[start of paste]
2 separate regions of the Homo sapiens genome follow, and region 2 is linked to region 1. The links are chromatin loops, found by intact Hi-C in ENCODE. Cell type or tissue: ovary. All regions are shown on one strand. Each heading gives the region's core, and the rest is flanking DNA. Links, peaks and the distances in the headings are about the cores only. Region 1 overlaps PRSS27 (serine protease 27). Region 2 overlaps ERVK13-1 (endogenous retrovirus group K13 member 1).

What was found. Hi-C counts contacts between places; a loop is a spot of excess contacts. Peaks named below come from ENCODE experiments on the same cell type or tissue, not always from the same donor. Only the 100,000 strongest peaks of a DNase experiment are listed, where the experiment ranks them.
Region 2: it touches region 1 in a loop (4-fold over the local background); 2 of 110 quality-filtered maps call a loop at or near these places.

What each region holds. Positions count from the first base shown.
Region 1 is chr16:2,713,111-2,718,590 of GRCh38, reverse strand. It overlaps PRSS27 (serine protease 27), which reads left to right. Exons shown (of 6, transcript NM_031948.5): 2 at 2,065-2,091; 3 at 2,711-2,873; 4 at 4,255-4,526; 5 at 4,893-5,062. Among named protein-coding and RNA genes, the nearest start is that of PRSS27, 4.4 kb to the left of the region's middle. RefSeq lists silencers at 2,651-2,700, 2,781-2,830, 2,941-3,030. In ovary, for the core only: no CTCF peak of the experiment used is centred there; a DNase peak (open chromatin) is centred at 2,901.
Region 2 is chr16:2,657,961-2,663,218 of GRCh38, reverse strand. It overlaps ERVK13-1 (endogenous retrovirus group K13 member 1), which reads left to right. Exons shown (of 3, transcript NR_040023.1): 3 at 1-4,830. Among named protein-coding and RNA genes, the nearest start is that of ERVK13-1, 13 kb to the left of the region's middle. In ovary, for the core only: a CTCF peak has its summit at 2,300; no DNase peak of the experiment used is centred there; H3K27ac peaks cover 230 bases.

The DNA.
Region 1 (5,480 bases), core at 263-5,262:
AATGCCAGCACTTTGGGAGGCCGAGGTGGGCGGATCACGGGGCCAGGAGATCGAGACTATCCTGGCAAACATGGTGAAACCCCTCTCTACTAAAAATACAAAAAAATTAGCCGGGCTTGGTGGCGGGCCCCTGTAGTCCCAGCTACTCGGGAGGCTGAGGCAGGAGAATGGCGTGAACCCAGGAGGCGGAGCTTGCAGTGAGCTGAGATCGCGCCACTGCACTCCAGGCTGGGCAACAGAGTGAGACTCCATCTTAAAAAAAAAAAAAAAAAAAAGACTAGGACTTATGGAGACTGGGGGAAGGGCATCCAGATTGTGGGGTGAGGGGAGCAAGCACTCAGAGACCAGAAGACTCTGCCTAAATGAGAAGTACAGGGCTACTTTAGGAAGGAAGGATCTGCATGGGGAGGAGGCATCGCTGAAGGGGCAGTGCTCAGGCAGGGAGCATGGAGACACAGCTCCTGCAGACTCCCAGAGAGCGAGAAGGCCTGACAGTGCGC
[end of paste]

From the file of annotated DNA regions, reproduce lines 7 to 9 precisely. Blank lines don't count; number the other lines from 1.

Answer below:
The DNA.
Region 1 (5,480 bases), core at 263-5,262:
AATGCCAGCACTTTGGGAGGCCGAGGTGGGCGGATCACGGGGCCAGGAGATCGAGACTATCCTGGCAAACATGGTGAAACCCCTCTCTACTAAAAATACAAAAAAATTAGCCGGGCTTGGTGGCGGGCCCCTGTAGTCCCAGCTACTCGGGAGGCTGAGGCAGGAGAATGGCGTGAACCCAGGAGGCGGAGCTTGCAGTGAGCTGAGATCGCGCCACTGCACTCCAGGCTGGGCAACAGAGTGAGACTCCATCTTAAAAAAAAAAAAAAAAAAAAGACTAGGACTTATGGAGACTGGGGGAAGGGCATCCAGATTGTGGGGTGAGGGGAGCAAGCACTCAGAGACCAGAAGACTCTGCCTAAATGAGAAGTACAGGGCTACTTTAGGAAGGAAGGATCTGCATGGGGAGGAGGCATCGCTGAAGGGGCAGTGCTCAGGCAGGGAGCATGGAGACACAGCTCCTGCAGACTCCCAGAGAGCGAGAAGGCCTGACAGTGCGC